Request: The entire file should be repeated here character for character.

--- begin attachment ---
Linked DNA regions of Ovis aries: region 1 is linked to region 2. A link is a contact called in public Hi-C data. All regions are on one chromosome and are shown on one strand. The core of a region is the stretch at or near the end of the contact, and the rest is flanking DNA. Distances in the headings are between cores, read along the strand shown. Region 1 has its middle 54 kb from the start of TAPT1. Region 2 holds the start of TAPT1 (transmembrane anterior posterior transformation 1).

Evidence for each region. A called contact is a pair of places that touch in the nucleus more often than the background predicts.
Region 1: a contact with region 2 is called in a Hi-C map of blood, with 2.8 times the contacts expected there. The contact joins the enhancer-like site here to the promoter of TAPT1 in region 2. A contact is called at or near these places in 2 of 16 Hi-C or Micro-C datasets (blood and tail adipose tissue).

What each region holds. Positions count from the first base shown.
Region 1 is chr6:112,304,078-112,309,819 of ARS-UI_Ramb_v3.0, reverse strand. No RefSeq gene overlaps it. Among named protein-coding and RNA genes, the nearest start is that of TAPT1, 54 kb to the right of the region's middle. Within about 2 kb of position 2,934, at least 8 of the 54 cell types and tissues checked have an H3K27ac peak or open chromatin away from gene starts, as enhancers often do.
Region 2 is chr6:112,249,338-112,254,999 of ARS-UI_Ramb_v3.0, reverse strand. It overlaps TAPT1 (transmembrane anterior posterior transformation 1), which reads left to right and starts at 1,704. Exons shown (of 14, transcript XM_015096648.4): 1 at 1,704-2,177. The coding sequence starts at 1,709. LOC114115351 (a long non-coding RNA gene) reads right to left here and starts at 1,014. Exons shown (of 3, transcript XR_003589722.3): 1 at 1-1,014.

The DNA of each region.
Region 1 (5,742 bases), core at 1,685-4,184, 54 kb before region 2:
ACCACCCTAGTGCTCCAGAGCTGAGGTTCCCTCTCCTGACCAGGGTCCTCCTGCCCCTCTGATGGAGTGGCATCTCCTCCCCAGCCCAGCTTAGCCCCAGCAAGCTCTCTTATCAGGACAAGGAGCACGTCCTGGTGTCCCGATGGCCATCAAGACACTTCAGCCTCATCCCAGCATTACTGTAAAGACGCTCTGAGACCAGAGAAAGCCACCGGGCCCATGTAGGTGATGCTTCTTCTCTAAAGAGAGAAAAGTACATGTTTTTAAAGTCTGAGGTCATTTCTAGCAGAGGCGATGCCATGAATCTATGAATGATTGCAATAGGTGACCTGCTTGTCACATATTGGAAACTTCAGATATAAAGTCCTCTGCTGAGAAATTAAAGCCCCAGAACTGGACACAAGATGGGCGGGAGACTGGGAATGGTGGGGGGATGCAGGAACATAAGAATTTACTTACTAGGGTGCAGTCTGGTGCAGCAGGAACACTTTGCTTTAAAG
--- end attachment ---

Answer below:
Linked DNA regions of Ovis aries: region 1 is linked to region 2. A link is a contact called in public Hi-C data. All regions are on one chromosome and are shown on one strand. The core of a region is the stretch at or near the end of the contact, and the rest is flanking DNA. Distances in the headings are between cores, read along the strand shown. Region 1 has its middle 54 kb from the start of TAPT1. Region 2 holds the start of TAPT1 (transmembrane anterior posterior transformation 1).

Evidence for each region. A called contact is a pair of places that touch in the nucleus more often than the background predicts.
Region 1: a contact with region 2 is called in a Hi-C map of blood, with 2.8 times the contacts expected there. The contact joins the enhancer-like site here to the promoter of TAPT1 in region 2. A contact is called at or near these places in 2 of 16 Hi-C or Micro-C datasets (blood and tail adipose tissue).

What each region holds. Positions count from the first base shown.
Region 1 is chr6:112,304,078-112,309,819 of ARS-UI_Ramb_v3.0, reverse strand. No RefSeq gene overlaps it. Among named protein-coding and RNA genes, the nearest start is that of TAPT1, 54 kb to the right of the region's middle. Within about 2 kb of position 2,934, at least 8 of the 54 cell types and tissues checked have an H3K27ac peak or open chromatin away from gene starts, as enhancers often do.
Region 2 is chr6:112,249,338-112,254,999 of ARS-UI_Ramb_v3.0, reverse strand. It overlaps TAPT1 (transmembrane anterior posterior transformation 1), which reads left to right and starts at 1,704. Exons shown (of 14, transcript XM_015096648.4): 1 at 1,704-2,177. The coding sequence starts at 1,709. LOC114115351 (a long non-coding RNA gene) reads right to left here and starts at 1,014. Exons shown (of 3, transcript XR_003589722.3): 1 at 1-1,014.

The DNA of each region.
Region 1 (5,742 bases), core at 1,685-4,184, 54 kb before region 2:
ACCACCCTAGTGCTCCAGAGCTGAGGTTCCCTCTCCTGACCAGGGTCCTCCTGCCCCTCTGATGGAGTGGCATCTCCTCCCCAGCCCAGCTTAGCCCCAGCAAGCTCTCTTATCAGGACAAGGAGCACGTCCTGGTGTCCCGATGGCCATCAAGACACTTCAGCCTCATCCCAGCATTACTGTAAAGACGCTCTGAGACCAGAGAAAGCCACCGGGCCCATGTAGGTGATGCTTCTTCTCTAAAGAGAGAAAAGTACATGTTTTTAAAGTCTGAGGTCATTTCTAGCAGAGGCGATGCCATGAATCTATGAATGATTGCAATAGGTGACCTGCTTGTCACATATTGGAAACTTCAGATATAAAGTCCTCTGCTGAGAAATTAAAGCCCCAGAACTGGACACAAGATGGGCGGGAGACTGGGAATGGTGGGGGGATGCAGGAACATAAGAATTTACTTACTAGGGTGCAGTCTGGTGCAGCAGGAACACTTTGCTTTAAAG